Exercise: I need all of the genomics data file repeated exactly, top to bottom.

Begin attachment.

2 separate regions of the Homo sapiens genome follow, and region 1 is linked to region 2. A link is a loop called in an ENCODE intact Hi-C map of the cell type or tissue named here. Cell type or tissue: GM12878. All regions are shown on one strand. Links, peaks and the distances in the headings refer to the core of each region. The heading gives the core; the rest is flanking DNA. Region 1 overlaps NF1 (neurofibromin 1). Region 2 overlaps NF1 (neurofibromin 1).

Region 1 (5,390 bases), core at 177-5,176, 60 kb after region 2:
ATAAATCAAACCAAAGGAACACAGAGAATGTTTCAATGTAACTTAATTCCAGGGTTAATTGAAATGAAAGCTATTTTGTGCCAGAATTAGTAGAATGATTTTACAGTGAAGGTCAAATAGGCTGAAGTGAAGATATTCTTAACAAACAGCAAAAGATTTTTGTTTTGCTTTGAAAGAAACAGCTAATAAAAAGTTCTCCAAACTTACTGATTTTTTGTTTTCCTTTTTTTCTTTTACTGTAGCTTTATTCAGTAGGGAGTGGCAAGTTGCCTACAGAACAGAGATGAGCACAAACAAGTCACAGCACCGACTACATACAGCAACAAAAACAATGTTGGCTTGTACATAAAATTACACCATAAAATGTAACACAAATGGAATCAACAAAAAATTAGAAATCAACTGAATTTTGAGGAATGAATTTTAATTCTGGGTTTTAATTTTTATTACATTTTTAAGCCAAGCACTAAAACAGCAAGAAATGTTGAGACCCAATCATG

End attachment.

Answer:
2 separate regions of the Homo sapiens genome follow, and region 1 is linked to region 2. A link is a loop called in an ENCODE intact Hi-C map of the cell type or tissue named here. Cell type or tissue: GM12878. All regions are shown on one strand. Links, peaks and the distances in the headings refer to the core of each region. The heading gives the core; the rest is flanking DNA. Region 1 overlaps NF1 (neurofibromin 1). Region 2 overlaps NF1 (neurofibromin 1).

Region 1 (5,390 bases), core at 177-5,176, 60 kb after region 2:
ATAAATCAAACCAAAGGAACACAGAGAATGTTTCAATGTAACTTAATTCCAGGGTTAATTGAAATGAAAGCTATTTTGTGCCAGAATTAGTAGAATGATTTTACAGTGAAGGTCAAATAGGCTGAAGTGAAGATATTCTTAACAAACAGCAAAAGATTTTTGTTTTGCTTTGAAAGAAACAGCTAATAAAAAGTTCTCCAAACTTACTGATTTTTTGTTTTCCTTTTTTTCTTTTACTGTAGCTTTATTCAGTAGGGAGTGGCAAGTTGCCTACAGAACAGAGATGAGCACAAACAAGTCACAGCACCGACTACATACAGCAACAAAAACAATGTTGGCTTGTACATAAAATTACACCATAAAATGTAACACAAATGGAATCAACAAAAAATTAGAAATCAACTGAATTTTGAGGAATGAATTTTAATTCTGGGTTTTAATTTTTATTACATTTTTAAGCCAAGCACTAAAACAGCAAGAAATGTTGAGACCCAATCATG